August is one of the hottest months of the year. Have you ever noticed that as temperatures rise, so can tempers? It’s why we refer to an angry person as ‘hot’. People are uncomfortable in high heat, and when lacking other productive habits to deal with stress, can take out their discomfort on others. Life is all about relationships, so part of living a life that feels better to you, includes creating an atmosphere of better feeling with others. Whatever we put ‘out’ we always get back. So, how can you keep spiritually, mentally, and emotionally cool even when things are ‘hot’?

 ” In the diary you find proof that in situations which today would seem unbearable, you lived, looked around and wrote down observations, that this right hand moved then as it does today, when we may be wiser because we are able to look back upon our former condition, and for that very reason have got to admit the courage of our earlier striving in which we persisted even in sheer ignorance.”
—Franz Kafka, The Diaries 1910-1923

Journaling allows an emotional release. As the mind plans what to write on the page, you consciously or unconsciously ask yourself deep questions: How am I feeling? What events led to this? Where do I have power to make other choices? What have I learned?

According to TheHealthJournals.com, “With practice, [someone who journals] sees himself plan what he wants to write about, focus on the activity, use reasoning skills, and confront emotions and behaviors that could be problematic as he tries to get his old life back,” Lewis says. “In the rehabilitation field, we say that the client who uses journaling as a tool for recovery is practicing both bottom-up and top-down skills: he’s rehabilitating specific cognitive skills like paying attention to and organizing thoughts by practicing them, and he’s using metacognitive skills to think about how his brain injury is affecting his thinking, emotions, and behavior.” http://www.thehealthjournals.com/journaling-emotions-helps-us-heal/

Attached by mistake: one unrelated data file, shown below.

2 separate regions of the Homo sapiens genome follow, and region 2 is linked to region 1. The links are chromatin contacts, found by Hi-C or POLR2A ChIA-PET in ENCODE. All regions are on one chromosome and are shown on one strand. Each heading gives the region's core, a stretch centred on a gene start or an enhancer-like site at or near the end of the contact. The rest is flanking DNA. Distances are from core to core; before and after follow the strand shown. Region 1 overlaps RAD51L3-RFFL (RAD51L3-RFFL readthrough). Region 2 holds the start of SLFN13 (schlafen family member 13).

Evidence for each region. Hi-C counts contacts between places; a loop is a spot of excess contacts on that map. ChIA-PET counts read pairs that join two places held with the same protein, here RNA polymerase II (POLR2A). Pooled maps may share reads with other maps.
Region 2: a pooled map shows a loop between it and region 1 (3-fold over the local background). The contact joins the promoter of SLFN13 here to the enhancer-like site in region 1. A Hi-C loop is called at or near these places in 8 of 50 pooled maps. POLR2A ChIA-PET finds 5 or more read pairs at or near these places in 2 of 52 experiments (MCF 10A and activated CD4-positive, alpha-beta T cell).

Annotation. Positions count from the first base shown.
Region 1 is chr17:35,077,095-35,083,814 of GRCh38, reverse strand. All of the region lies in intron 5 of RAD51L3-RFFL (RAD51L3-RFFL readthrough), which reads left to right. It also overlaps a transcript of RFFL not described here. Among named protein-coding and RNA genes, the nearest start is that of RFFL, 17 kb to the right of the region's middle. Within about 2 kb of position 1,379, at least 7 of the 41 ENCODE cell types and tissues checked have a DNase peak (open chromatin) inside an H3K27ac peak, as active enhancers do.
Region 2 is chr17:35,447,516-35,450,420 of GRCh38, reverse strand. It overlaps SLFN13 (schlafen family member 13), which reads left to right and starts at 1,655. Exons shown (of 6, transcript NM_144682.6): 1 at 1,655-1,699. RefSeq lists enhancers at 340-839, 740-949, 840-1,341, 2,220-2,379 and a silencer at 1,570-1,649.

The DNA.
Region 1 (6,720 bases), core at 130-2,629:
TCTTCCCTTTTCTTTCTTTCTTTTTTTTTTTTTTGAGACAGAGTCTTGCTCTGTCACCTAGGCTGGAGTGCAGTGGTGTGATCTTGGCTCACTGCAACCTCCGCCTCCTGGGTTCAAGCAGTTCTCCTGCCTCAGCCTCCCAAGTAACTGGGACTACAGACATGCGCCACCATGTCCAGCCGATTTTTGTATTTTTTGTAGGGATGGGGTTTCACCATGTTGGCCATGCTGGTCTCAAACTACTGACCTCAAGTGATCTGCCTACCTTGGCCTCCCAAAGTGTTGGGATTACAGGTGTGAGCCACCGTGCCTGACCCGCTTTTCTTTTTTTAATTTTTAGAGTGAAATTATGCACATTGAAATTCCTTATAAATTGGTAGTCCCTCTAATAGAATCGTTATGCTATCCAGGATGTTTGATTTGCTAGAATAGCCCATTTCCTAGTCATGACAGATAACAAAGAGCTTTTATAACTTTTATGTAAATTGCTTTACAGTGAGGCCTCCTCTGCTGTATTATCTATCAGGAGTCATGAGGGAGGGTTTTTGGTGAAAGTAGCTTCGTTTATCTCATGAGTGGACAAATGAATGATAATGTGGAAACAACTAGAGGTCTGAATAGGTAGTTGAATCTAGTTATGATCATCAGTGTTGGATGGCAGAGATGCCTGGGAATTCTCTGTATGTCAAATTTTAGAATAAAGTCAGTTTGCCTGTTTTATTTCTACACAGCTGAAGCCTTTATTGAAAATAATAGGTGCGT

This tool is beneficial for dealing with emotional injury as well. For years, mental health professionals have suggested patients write letters to those who have harmed them (even if they shred or burn them after) and patients report a shift in the way they feel about that person and emotional relief from the harm that was done.
My own clients who participate in a daily gratitude practice that involves writing down the things for which they are grateful, report massive shifts in not only their emotional well-being, but also in tangible manifestations in their life.

One client tells the following story:

“My husband and I were living less than paycheck-to-paycheck. Each month we chose which bills to fully pay and which to make partial payments on. Between both our incomes, we paid whichever bills were due around payday, counting on payday to come before the next due date. One bad week, and we would find ourselves in big trouble financially since our expenses exceeded our income.

We began to notice a pattern every time we came into extra money. We would plan what we would spend our tax refund or bonus checks on, but inevitably there would be some unplanned expense right as we had the extra money. We thought we must have the worst luck in the world.

After beginning a gratitude practice, we began to ask ourselves if the inevitable expense had been awaiting a time when we could actually afford it, and if our bad luck was actually our greatest blessing. Since a gratitude list had helped us to see this gift work in our lives, we decided to make a ‘set it and forget it’ list. We wrote a list of all of the things that we would eventually like to have or do. We set the list aside and ‘forgot’ it.

Within about 3 or 4 years, when transferring hard drives, my husband found this list. He shared it with me and we laughed as we noticed that all but 1 or two items had been done.”

This is just one of many examples that illustrates the power of the written word. Journaling allows us to not only write to release emotional toxins, it also allows us to create positively what we want to experience in life.

There is a residual effect that happens when journaling is part of a regular practice. Clients who journal regularly report that the things that used to stress them out, no longer seem so important. The mind has an opportunity to put into perspective the situation and allows us to use our creative powers to formulate answers.

Here is a quick journaling practice to get you started:

  • “Over the next six months to one year, I would like to see positive change in this area of my life:”
  • “These are the feelings I would like to experience more of:”
  • “These are specific things I would like to do:”
  • “These are specific tangible items I would like to add:”
  • “These are better feeling relationships I would like to cultivate:”
  • “This is an activity I can see myself participating in:”

My coaching practice is devoted to sharing the tools that I have learned along the way for creating a better feeling life. I work closely with clients like you to work through difficult situations and to help you see your way to the life you ultimately want to live. Contact me today  for a no-cost 30 minute intro session to discover how we can work together to bring you more lasting joy.

“ Fill your paper with the breathings of your heart.” —William Wordsworth